Scartaglin native Betty O’Connell realised a lifetime’s dream when she opened the doors of Kearney’s Bar on Castleisland’s Main Street this evening at 5pm.
Shoving on for 8pm tonight Betty reported that they’re flying since the doors opened. And she was delighted to report that she filled the first pint of stout for Michael Herlihy – a Scart man.
Apart from its significant place in the folklore and history of the town, Kearney’s holds a special place in Betty’s heart. It was here, as a 17-year-old, that she first stepped behind a bar counter and it was here she learned her trade.
Worked All Over
She has worked since in many other establishments such as: The Poets Inn; The Shoemaker’s; The River Island Hotel; Castleisland Rugby Club; The Brandon Hotel, The Gleneagle Hotel and Connie K’s – along with stints at Killarney, Tralee and Listowel Races and at festivals and Fleadhanna down throught the years.
Part of the folklore of the house – and it has been Kearney’s Bar since 1963 – is that is was originally owned by T.W. Wrenn – a name that will resonate with historians because of the photographic collection he left behind. His name can still be seen on photographs he took which survived and were published in various books.
However, many of his glass-plate images were lost to posterity unfortunately and we can only sigh at the loss.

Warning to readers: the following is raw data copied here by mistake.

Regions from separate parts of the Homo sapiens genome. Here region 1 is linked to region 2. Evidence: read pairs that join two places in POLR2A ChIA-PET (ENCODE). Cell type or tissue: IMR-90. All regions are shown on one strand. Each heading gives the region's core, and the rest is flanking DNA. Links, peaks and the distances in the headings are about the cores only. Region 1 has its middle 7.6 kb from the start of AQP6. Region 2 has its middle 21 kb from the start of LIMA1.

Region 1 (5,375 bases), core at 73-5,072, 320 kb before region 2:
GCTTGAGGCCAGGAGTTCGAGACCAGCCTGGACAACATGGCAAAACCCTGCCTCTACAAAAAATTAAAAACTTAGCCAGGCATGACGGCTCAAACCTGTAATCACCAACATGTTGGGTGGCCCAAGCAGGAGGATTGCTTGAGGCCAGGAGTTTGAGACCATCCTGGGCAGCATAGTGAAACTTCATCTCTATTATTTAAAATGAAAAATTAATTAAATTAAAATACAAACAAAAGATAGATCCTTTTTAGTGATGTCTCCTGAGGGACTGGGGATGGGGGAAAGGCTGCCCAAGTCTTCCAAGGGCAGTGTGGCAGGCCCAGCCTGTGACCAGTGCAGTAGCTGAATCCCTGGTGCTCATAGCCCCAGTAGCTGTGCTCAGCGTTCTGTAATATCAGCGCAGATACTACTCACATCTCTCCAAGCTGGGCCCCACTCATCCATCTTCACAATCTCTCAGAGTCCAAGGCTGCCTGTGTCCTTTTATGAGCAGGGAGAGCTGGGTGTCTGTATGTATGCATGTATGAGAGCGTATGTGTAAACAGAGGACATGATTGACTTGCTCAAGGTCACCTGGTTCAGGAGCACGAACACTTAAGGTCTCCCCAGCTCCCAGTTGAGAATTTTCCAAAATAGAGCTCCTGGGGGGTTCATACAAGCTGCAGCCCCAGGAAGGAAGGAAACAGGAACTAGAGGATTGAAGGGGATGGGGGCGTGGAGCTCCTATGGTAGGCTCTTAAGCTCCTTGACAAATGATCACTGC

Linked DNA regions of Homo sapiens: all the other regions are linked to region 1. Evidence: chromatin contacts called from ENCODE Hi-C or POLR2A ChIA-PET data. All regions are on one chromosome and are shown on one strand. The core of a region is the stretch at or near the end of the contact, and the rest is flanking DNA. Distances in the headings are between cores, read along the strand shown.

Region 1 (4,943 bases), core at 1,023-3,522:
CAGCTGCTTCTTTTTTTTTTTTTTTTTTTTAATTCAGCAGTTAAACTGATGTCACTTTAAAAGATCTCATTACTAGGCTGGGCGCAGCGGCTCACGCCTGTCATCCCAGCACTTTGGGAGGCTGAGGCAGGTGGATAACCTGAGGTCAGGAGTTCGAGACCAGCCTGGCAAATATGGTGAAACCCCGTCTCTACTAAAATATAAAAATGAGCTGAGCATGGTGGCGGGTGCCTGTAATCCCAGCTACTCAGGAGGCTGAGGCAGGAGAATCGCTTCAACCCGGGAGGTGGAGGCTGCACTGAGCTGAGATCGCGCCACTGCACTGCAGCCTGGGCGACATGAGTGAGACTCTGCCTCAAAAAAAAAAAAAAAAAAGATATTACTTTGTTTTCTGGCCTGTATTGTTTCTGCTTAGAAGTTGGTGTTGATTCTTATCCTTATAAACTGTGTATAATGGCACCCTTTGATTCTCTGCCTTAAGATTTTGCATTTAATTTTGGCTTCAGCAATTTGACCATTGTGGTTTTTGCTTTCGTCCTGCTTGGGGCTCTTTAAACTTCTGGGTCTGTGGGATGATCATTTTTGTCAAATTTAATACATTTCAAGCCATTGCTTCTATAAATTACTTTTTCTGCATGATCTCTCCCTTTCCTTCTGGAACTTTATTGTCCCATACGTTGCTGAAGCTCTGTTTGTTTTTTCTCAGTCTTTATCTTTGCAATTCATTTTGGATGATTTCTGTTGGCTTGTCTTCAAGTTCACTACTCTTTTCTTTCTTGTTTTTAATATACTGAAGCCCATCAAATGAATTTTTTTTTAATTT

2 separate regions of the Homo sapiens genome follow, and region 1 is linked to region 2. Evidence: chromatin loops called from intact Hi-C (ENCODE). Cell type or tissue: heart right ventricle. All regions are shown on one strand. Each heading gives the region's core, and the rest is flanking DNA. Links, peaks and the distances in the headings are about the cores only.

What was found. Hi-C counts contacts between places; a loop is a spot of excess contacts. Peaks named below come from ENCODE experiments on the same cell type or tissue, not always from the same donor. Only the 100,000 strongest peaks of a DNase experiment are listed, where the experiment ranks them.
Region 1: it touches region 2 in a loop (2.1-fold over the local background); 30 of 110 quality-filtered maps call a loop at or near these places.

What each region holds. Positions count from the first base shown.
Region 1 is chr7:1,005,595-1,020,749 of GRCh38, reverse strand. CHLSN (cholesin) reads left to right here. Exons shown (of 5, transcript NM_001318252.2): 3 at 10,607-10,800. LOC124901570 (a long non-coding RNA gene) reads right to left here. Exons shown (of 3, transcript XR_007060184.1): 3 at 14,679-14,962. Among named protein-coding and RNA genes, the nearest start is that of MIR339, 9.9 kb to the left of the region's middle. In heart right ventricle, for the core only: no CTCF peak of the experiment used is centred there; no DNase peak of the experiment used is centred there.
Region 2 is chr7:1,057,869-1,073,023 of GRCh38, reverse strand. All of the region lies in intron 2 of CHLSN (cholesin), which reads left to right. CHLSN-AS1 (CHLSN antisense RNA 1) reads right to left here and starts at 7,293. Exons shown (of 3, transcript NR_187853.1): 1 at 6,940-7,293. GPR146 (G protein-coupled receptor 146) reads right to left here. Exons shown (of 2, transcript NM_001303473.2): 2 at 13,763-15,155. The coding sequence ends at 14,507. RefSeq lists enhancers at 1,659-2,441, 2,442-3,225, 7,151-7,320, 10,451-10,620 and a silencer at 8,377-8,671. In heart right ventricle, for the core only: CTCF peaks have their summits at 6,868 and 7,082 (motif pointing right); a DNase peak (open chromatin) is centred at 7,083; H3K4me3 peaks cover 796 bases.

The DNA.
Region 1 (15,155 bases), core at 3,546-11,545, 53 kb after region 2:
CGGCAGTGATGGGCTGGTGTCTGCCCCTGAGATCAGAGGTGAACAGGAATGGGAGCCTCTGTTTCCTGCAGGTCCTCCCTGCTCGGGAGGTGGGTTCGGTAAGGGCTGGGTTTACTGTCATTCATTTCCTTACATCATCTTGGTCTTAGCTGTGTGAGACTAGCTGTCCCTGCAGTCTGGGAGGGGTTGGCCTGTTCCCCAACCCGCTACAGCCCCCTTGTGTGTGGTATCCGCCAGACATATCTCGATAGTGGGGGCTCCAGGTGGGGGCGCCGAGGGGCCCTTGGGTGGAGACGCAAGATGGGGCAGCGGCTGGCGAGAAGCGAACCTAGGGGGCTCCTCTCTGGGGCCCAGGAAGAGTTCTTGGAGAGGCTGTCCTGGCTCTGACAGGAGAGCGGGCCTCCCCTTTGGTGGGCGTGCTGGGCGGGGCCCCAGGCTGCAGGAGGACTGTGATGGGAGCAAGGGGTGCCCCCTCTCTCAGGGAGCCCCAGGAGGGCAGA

The Castleisland Medium
During its time in the hands of the Wrenns, the photographers, bicycle shop, grocery and public house became famous as the birth-place of the Castleisland Medium or ‘Meejum’ as it’s pronounced locally.
The measure applied to stout only and was at the discretion of the woman or man at the pumps. That it was a talking point is beyond doubt – and it was also the cause of many an arguement. It was filled in a pint glass and the froth or head rested about the black of your nail from the rim.
It was the height or thickness of the head which most often caused the friction. “Take another sceilp off that Roman Collar,” the server would be told and so it went on.
Festivals lately have been hung on lesser pegs.
I presume the tradition was adopted in other places and I came across it in Castlebar in McHale’s lovely little pub there a few years ago. The Castle Island Meejum Festival – it has a ring to it.
Someone told me that the measure was all the go on the night of a budget when the price of the pint would go up and the Meejum was your only man for the Noonan of the day.
Her friends and relations from all over will be wishing Betty everything good for the future behind the bar at Kearney’s. Bouquets of flowers were dotted along the counter earlier as the final, frantic bits and pieces were being put in place for her dream opening.